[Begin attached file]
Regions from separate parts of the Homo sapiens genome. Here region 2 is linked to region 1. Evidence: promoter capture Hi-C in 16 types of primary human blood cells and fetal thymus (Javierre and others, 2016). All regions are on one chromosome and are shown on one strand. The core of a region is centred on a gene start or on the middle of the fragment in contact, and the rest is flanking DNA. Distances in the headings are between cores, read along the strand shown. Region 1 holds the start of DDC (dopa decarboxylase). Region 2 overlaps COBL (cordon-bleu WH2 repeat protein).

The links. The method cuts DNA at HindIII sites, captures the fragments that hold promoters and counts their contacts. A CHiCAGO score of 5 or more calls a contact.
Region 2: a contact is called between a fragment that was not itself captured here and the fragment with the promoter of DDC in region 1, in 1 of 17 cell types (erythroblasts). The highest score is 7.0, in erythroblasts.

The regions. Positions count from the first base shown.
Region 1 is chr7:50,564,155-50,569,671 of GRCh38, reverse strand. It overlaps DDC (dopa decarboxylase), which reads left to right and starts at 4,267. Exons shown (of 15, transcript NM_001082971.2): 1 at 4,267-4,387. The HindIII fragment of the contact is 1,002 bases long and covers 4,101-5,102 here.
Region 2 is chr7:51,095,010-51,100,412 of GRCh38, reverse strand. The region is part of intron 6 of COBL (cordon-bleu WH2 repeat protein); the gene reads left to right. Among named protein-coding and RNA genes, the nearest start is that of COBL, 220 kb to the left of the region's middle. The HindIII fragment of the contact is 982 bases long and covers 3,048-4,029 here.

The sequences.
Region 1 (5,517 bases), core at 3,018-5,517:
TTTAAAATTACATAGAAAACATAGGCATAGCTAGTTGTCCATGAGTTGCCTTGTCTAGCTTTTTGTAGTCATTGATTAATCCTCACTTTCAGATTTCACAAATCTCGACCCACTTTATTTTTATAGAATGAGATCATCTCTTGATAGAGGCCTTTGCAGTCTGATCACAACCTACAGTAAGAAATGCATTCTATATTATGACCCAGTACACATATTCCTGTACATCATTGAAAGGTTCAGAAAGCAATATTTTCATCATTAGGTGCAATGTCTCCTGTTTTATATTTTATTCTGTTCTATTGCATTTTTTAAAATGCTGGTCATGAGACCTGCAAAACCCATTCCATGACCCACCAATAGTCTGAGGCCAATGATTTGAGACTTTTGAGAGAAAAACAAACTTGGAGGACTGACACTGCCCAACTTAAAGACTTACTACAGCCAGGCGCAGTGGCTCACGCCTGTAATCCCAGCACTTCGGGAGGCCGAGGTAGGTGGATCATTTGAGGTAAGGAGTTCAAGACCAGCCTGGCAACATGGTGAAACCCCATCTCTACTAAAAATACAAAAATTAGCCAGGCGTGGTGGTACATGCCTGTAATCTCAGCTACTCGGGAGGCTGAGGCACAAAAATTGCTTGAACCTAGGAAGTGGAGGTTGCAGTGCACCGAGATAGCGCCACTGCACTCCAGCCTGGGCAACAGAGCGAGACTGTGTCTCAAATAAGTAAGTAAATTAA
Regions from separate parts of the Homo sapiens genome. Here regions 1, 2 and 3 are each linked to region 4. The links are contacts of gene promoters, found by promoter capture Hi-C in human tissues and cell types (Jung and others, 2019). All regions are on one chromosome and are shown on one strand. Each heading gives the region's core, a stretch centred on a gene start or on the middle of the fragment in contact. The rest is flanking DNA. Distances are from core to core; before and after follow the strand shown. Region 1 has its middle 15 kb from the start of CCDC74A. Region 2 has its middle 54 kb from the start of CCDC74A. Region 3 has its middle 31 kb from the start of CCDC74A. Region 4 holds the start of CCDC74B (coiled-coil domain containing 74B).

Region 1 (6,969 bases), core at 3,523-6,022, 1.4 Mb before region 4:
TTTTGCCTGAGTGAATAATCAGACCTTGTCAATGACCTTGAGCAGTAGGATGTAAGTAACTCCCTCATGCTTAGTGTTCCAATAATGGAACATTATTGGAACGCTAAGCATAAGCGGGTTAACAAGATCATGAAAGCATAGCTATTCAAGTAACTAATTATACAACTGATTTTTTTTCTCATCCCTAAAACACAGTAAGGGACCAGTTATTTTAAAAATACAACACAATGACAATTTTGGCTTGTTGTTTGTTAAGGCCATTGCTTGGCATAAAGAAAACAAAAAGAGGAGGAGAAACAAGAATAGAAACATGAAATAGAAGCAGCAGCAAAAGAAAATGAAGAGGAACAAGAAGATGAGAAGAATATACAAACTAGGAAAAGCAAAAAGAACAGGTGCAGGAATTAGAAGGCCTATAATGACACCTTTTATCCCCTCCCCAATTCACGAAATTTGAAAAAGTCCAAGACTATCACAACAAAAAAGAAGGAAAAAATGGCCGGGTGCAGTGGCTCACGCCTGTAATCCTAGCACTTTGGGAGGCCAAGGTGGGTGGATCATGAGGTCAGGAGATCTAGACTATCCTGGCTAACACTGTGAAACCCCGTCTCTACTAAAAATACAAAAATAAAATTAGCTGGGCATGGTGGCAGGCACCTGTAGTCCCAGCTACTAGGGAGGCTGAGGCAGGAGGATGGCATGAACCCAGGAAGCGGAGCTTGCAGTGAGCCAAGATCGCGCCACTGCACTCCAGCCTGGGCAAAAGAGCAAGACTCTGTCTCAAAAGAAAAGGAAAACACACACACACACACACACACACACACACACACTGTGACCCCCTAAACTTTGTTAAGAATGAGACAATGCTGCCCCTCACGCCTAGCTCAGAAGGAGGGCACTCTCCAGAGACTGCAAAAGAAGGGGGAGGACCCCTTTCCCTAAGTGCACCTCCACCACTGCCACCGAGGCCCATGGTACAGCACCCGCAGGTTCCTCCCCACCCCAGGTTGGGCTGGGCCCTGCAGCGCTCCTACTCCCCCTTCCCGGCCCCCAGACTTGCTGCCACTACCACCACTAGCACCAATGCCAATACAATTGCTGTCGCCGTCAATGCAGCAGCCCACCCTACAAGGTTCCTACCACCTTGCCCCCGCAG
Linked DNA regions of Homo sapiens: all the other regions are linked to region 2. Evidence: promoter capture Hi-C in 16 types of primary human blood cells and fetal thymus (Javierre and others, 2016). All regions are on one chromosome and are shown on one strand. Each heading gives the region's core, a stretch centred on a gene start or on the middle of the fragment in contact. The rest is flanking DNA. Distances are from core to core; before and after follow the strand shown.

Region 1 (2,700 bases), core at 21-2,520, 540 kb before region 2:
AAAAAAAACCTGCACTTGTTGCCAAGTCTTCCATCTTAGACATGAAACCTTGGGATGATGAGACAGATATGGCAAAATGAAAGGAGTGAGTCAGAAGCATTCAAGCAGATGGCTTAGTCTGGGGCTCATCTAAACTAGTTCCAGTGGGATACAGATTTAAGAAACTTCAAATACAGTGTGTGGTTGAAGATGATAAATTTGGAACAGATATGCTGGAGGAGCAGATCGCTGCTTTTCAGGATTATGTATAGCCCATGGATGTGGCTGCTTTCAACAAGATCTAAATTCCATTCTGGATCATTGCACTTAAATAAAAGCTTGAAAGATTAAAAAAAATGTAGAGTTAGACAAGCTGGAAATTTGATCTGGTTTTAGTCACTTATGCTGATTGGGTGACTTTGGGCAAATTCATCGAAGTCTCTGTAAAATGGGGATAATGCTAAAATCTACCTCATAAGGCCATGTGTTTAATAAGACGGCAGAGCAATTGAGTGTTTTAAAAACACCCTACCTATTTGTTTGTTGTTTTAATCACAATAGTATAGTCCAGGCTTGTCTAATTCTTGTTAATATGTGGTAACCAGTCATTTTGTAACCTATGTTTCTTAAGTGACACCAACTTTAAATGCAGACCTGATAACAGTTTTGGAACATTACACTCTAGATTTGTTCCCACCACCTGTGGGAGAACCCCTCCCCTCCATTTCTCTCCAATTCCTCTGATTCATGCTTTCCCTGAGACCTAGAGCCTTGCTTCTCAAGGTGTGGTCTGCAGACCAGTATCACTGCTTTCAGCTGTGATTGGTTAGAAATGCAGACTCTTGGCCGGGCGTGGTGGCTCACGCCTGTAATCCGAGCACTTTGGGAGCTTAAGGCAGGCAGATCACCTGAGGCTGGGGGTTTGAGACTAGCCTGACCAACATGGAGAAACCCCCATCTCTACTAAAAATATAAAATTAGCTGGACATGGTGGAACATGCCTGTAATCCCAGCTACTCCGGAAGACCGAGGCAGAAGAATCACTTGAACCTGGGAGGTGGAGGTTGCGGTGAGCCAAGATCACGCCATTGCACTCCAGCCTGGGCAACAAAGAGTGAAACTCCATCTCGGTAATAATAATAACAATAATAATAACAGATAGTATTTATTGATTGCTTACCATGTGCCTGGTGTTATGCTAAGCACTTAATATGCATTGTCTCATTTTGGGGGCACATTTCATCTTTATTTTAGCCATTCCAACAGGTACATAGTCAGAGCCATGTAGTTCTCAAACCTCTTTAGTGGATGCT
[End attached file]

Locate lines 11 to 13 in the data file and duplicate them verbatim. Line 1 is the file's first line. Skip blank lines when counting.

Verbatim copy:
Region 1 (6,969 bases), core at 3,523-6,022, 1.4 Mb before region 4:
TTTTGCCTGAGTGAATAATCAGACCTTGTCAATGACCTTGAGCAGTAGGATGTAAGTAACTCCCTCATGCTTAGTGTTCCAATAATGGAACATTATTGGAACGCTAAGCATAAGCGGGTTAACAAGATCATGAAAGCATAGCTATTCAAGTAACTAATTATACAACTGATTTTTTTTCTCATCCCTAAAACACAGTAAGGGACCAGTTATTTTAAAAATACAACACAATGACAATTTTGGCTTGTTGTTTGTTAAGGCCATTGCTTGGCATAAAGAAAACAAAAAGAGGAGGAGAAACAAGAATAGAAACATGAAATAGAAGCAGCAGCAAAAGAAAATGAAGAGGAACAAGAAGATGAGAAGAATATACAAACTAGGAAAAGCAAAAAGAACAGGTGCAGGAATTAGAAGGCCTATAATGACACCTTTTATCCCCTCCCCAATTCACGAAATTTGAAAAAGTCCAAGACTATCACAACAAAAAAGAAGGAAAAAATGGCCGGGTGCAGTGGCTCACGCCTGTAATCCTAGCACTTTGGGAGGCCAAGGTGGGTGGATCATGAGGTCAGGAGATCTAGACTATCCTGGCTAACACTGTGAAACCCCGTCTCTACTAAAAATACAAAAATAAAATTAGCTGGGCATGGTGGCAGGCACCTGTAGTCCCAGCTACTAGGGAGGCTGAGGCAGGAGGATGGCATGAACCCAGGAAGCGGAGCTTGCAGTGAGCCAAGATCGCGCCACTGCACTCCAGCCTGGGCAAAAGAGCAAGACTCTGTCTCAAAAGAAAAGGAAAACACACACACACACACACACACACACACACACACTGTGACCCCCTAAACTTTGTTAAGAATGAGACAATGCTGCCCCTCACGCCTAGCTCAGAAGGAGGGCACTCTCCAGAGACTGCAAAAGAAGGGGGAGGACCCCTTTCCCTAAGTGCACCTCCACCACTGCCACCGAGGCCCATGGTACAGCACCCGCAGGTTCCTCCCCACCCCAGGTTGGGCTGGGCCCTGCAGCGCTCCTACTCCCCCTTCCCGGCCCCCAGACTTGCTGCCACTACCACCACTAGCACCAATGCCAATACAATTGCTGTCGCCGTCAATGCAGCAGCCCACCCTACAAGGTTCCTACCACCTTGCCCCCGCAG
Linked DNA regions of Homo sapiens: all the other regions are linked to region 2. Evidence: promoter capture Hi-C in 16 types of primary human blood cells and fetal thymus (Javierre and others, 2016). All regions are on one chromosome and are shown on one strand. Each heading gives the region's core, a stretch centred on a gene start or on the middle of the fragment in contact. The rest is flanking DNA. Distances are from core to core; before and after follow the strand shown.